In closing the recipe of CW contesting can include as many ingredients as you like. As you master one you can add another and so on. Not all like contesting and that is why in CW there are other recipes one can follow. Next time we are going to look at the CW conversational recipe. As a side note to have access to the G4FON program you need to join the Long Island CW club or LICW. I am a member and its an amazing group. Check out the link and see what they are all about.

Mike Weir, VE9KK, is a regular contributor to AmateurRadio.com and writes from New Brunswick, Canada. Contact him at [email protected].

7 Responses to “What CW recipe do you want to learn….part one?”

  • Johnny G3LIV:

    How about this recipe

    A Flight Sargent by your side
    tapping his leg with a swagger stick
    Suggesting you pay more attention.
    Worked for me


  • Johnny G3LIV:

    Joking aside

    What about a Contest
    10wpm maximum
    Over 10wpm qso does not count,
    Maybe there is one I have lost touch on that now.
    Let them get the feet wet first.
    Be fun as well


  • Mike KB5UKT:

    I try to stay around the old Novice sections and call CQ at 10WPM but I rarely get any takers/answers to my CQ’s. But I do have about 23 CW Q’s now so it is coming along. I’m slow, so what is the recipe for the Novice contact?
    Then the msg.: Hi (their call) de (my call) Name hr is Mike How cpy?
    Next over: Radio hr is Icom 7410 ant is 80m dipole (his call) de (my call)(how do I send over?)
    Next over: Wx hr 65F day/nite (his call) de (my call)
    Next over: Thxs fer qso (his call) de (my call) 73 sk ..
    So is this even close to what someone is expecting? Mike KB5UKT

  • Ko4 FHA:

    Are there any structured ce courses

    Thank you for your help

  • Mike VE9KK:

    Good morning Johnny and very nice to hear from you, very good question regarding a 10wpm contest. There is the K1USN slow speed contest which happens Fridays 20:00-21:00 UTC and Mondays 00:00-01:00. The max speed it 20wmp BUT I have taken part in the mini contest many times and the average speed is much slower. Go to the K1USN SST site for more info.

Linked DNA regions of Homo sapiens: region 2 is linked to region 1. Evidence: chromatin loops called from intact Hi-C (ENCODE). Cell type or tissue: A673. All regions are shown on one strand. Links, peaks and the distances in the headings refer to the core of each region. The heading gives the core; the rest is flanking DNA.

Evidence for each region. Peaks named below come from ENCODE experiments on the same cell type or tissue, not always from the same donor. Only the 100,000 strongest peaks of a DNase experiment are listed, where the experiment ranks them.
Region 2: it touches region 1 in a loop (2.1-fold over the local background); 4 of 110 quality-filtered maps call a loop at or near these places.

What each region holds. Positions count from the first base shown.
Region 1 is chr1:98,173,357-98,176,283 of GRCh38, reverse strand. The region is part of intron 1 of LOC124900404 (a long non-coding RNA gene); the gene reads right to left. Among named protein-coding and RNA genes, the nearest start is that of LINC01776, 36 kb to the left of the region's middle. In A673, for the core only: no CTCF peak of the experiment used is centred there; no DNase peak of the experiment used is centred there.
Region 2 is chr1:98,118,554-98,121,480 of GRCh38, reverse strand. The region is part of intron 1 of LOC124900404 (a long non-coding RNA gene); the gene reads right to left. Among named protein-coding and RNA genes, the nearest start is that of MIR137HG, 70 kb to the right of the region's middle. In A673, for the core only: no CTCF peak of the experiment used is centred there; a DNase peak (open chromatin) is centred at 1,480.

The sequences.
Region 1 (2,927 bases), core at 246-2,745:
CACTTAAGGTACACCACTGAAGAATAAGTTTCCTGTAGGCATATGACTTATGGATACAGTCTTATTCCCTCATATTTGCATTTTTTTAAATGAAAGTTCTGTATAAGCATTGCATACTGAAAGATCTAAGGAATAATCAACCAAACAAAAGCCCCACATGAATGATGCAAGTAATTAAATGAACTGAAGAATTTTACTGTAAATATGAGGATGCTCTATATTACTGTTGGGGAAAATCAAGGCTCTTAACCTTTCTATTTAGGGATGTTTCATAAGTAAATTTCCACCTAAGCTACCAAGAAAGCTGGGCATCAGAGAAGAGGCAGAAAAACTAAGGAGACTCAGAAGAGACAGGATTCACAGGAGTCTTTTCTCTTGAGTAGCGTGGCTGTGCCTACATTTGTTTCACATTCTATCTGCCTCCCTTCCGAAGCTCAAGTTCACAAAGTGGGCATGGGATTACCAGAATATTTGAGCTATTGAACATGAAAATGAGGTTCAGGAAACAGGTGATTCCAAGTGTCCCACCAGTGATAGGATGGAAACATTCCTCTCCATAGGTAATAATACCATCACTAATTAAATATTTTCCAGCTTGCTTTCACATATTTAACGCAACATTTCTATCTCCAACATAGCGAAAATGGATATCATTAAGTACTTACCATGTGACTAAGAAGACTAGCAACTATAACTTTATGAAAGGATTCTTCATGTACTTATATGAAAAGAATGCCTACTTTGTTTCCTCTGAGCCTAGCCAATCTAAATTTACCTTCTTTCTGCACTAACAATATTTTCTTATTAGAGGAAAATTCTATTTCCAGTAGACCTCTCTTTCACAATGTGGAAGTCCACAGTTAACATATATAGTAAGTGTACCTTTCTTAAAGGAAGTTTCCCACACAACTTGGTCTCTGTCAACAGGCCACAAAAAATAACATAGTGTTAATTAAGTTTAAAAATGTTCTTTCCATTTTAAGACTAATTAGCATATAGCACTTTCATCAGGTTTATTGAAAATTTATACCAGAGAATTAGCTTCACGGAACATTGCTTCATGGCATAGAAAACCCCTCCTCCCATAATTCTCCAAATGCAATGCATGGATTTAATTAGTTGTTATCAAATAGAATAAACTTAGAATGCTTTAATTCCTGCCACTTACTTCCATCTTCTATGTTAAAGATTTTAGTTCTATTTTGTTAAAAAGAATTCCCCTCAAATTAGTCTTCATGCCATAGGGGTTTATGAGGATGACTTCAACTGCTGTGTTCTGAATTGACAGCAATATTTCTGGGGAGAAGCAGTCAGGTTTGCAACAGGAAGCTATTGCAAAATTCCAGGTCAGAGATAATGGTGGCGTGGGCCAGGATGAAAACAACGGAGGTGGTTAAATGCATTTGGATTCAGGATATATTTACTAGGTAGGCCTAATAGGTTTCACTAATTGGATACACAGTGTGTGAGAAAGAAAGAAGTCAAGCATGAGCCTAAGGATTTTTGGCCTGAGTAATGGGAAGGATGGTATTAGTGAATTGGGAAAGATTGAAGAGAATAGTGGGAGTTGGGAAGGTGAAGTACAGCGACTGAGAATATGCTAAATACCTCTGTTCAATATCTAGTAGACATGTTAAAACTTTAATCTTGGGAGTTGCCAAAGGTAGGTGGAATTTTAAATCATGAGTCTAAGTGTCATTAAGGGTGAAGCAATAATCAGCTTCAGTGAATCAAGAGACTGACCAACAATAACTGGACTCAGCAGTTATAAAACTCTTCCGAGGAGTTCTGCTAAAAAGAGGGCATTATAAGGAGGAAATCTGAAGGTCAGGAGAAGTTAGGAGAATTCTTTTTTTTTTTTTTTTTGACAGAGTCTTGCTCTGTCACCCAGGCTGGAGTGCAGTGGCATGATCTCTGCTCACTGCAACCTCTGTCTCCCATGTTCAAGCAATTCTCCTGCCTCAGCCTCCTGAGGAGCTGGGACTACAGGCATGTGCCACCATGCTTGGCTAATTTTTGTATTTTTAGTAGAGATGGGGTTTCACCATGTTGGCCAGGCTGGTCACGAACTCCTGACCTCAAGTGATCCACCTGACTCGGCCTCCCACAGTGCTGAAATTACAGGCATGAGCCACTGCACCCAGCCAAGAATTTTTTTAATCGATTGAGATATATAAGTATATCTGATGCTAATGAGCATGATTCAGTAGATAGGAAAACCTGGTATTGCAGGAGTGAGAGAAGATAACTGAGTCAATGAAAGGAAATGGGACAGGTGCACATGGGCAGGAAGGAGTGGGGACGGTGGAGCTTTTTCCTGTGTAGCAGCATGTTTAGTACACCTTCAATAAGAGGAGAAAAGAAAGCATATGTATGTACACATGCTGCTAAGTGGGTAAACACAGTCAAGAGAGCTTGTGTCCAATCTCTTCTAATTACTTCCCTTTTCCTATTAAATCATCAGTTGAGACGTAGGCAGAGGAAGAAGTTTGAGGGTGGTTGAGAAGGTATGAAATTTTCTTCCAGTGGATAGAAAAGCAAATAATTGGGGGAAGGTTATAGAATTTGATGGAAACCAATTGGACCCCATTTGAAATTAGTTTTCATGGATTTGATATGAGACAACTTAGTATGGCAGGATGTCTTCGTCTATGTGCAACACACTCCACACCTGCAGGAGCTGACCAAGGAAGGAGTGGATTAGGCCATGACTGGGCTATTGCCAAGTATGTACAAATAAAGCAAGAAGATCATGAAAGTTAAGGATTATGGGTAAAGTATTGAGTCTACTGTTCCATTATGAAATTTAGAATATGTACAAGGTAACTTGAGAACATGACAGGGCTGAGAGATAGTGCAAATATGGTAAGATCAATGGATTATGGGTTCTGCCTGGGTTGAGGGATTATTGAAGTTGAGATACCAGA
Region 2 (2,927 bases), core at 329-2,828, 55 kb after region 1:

• Mike VE9KK:

    Good morning Mike thanks for leaving a comment and nice to hear from you again. Your QSO structure is a very common one and yes it is one that would be expected. If you would like to get some more practice (not QSO) try the K1USN slow speed contests each Friday 20:00-21:00 UTC and Monday 00:00-01:00 UTC evenings. The max speed it 20wmp BUT many are much slower and you can call “CQ SST KB5UKT” you will get takers at the speed you are sending. It’s not a QSO but it is good practice. Go to their website K1USN SST and check it out.

  • Mike VE9KK:

    Good morning Marcel and thanks for stopping by and leaving a comment. Now I am not sure if you mean structured courses for contesting or getting your CW speed up? As for contest courses I am not sure there are any other than write ups on the internet. You can look up “Contest University.com” and it has many write ups about contesting and I am sure you will find something helpful there. As for courses on CW yes there is. The CWops has a very popular set of courses that many have taken and improved their speed. Look up CWops and on their site they have a section on their site called CW academy. Another great option is to look up the Long Island CW club as they have more information there than I can list here.
    Hope that helps?